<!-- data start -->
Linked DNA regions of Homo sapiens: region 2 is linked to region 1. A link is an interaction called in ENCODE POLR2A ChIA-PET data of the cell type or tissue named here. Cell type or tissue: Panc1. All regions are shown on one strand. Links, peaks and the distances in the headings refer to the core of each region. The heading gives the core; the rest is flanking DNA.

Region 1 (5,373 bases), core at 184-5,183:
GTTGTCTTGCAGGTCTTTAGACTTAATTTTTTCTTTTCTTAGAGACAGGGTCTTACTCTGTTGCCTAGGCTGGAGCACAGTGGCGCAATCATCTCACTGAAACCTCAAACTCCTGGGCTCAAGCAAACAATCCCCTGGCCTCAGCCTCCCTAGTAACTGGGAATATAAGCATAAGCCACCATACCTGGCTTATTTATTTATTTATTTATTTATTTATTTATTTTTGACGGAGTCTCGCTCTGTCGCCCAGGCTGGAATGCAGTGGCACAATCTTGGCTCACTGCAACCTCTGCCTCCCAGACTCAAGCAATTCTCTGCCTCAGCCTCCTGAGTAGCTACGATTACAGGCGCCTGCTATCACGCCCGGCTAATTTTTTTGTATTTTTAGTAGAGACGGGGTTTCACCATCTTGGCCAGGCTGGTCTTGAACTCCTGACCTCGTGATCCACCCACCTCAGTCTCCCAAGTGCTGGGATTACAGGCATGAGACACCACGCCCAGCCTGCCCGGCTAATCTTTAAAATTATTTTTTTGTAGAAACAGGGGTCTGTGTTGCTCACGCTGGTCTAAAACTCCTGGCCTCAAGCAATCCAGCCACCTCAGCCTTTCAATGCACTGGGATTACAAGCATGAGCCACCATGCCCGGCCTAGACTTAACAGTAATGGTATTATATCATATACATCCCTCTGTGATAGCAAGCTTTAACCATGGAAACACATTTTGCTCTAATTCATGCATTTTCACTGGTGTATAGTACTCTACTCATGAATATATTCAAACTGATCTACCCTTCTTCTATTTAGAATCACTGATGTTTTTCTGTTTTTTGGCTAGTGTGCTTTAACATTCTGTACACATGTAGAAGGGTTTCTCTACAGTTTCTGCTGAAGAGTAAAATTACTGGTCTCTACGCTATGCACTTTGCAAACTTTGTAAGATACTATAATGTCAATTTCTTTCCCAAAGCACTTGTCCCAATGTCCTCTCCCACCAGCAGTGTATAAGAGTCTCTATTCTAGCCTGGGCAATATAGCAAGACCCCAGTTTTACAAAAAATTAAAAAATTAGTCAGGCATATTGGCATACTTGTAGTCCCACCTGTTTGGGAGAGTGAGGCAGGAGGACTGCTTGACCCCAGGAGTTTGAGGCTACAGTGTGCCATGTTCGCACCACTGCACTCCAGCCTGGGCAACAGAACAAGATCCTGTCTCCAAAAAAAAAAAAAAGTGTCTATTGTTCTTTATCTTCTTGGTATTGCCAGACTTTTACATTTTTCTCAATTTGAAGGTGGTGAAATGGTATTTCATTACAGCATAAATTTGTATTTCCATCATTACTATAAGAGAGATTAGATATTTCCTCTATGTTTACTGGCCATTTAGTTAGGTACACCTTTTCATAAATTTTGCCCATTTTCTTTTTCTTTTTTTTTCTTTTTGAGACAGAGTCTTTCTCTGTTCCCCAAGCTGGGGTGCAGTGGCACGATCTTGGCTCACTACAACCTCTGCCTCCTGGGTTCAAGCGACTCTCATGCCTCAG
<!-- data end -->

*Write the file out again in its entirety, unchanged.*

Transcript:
Linked DNA regions of Homo sapiens: region 2 is linked to region 1. A link is an interaction called in ENCODE POLR2A ChIA-PET data of the cell type or tissue named here. Cell type or tissue: Panc1. All regions are shown on one strand. Links, peaks and the distances in the headings refer to the core of each region. The heading gives the core; the rest is flanking DNA.

Region 1 (5,373 bases), core at 184-5,183:
GTTGTCTTGCAGGTCTTTAGACTTAATTTTTTCTTTTCTTAGAGACAGGGTCTTACTCTGTTGCCTAGGCTGGAGCACAGTGGCGCAATCATCTCACTGAAACCTCAAACTCCTGGGCTCAAGCAAACAATCCCCTGGCCTCAGCCTCCCTAGTAACTGGGAATATAAGCATAAGCCACCATACCTGGCTTATTTATTTATTTATTTATTTATTTATTTATTTTTGACGGAGTCTCGCTCTGTCGCCCAGGCTGGAATGCAGTGGCACAATCTTGGCTCACTGCAACCTCTGCCTCCCAGACTCAAGCAATTCTCTGCCTCAGCCTCCTGAGTAGCTACGATTACAGGCGCCTGCTATCACGCCCGGCTAATTTTTTTGTATTTTTAGTAGAGACGGGGTTTCACCATCTTGGCCAGGCTGGTCTTGAACTCCTGACCTCGTGATCCACCCACCTCAGTCTCCCAAGTGCTGGGATTACAGGCATGAGACACCACGCCCAGCCTGCCCGGCTAATCTTTAAAATTATTTTTTTGTAGAAACAGGGGTCTGTGTTGCTCACGCTGGTCTAAAACTCCTGGCCTCAAGCAATCCAGCCACCTCAGCCTTTCAATGCACTGGGATTACAAGCATGAGCCACCATGCCCGGCCTAGACTTAACAGTAATGGTATTATATCATATACATCCCTCTGTGATAGCAAGCTTTAACCATGGAAACACATTTTGCTCTAATTCATGCATTTTCACTGGTGTATAGTACTCTACTCATGAATATATTCAAACTGATCTACCCTTCTTCTATTTAGAATCACTGATGTTTTTCTGTTTTTTGGCTAGTGTGCTTTAACATTCTGTACACATGTAGAAGGGTTTCTCTACAGTTTCTGCTGAAGAGTAAAATTACTGGTCTCTACGCTATGCACTTTGCAAACTTTGTAAGATACTATAATGTCAATTTCTTTCCCAAAGCACTTGTCCCAATGTCCTCTCCCACCAGCAGTGTATAAGAGTCTCTATTCTAGCCTGGGCAATATAGCAAGACCCCAGTTTTACAAAAAATTAAAAAATTAGTCAGGCATATTGGCATACTTGTAGTCCCACCTGTTTGGGAGAGTGAGGCAGGAGGACTGCTTGACCCCAGGAGTTTGAGGCTACAGTGTGCCATGTTCGCACCACTGCACTCCAGCCTGGGCAACAGAACAAGATCCTGTCTCCAAAAAAAAAAAAAAGTGTCTATTGTTCTTTATCTTCTTGGTATTGCCAGACTTTTACATTTTTCTCAATTTGAAGGTGGTGAAATGGTATTTCATTACAGCATAAATTTGTATTTCCATCATTACTATAAGAGAGATTAGATATTTCCTCTATGTTTACTGGCCATTTAGTTAGGTACACCTTTTCATAAATTTTGCCCATTTTCTTTTTCTTTTTTTTTCTTTTTGAGACAGAGTCTTTCTCTGTTCCCCAAGCTGGGGTGCAGTGGCACGATCTTGGCTCACTACAACCTCTGCCTCCTGGGTTCAAGCGACTCTCATGCCTCAG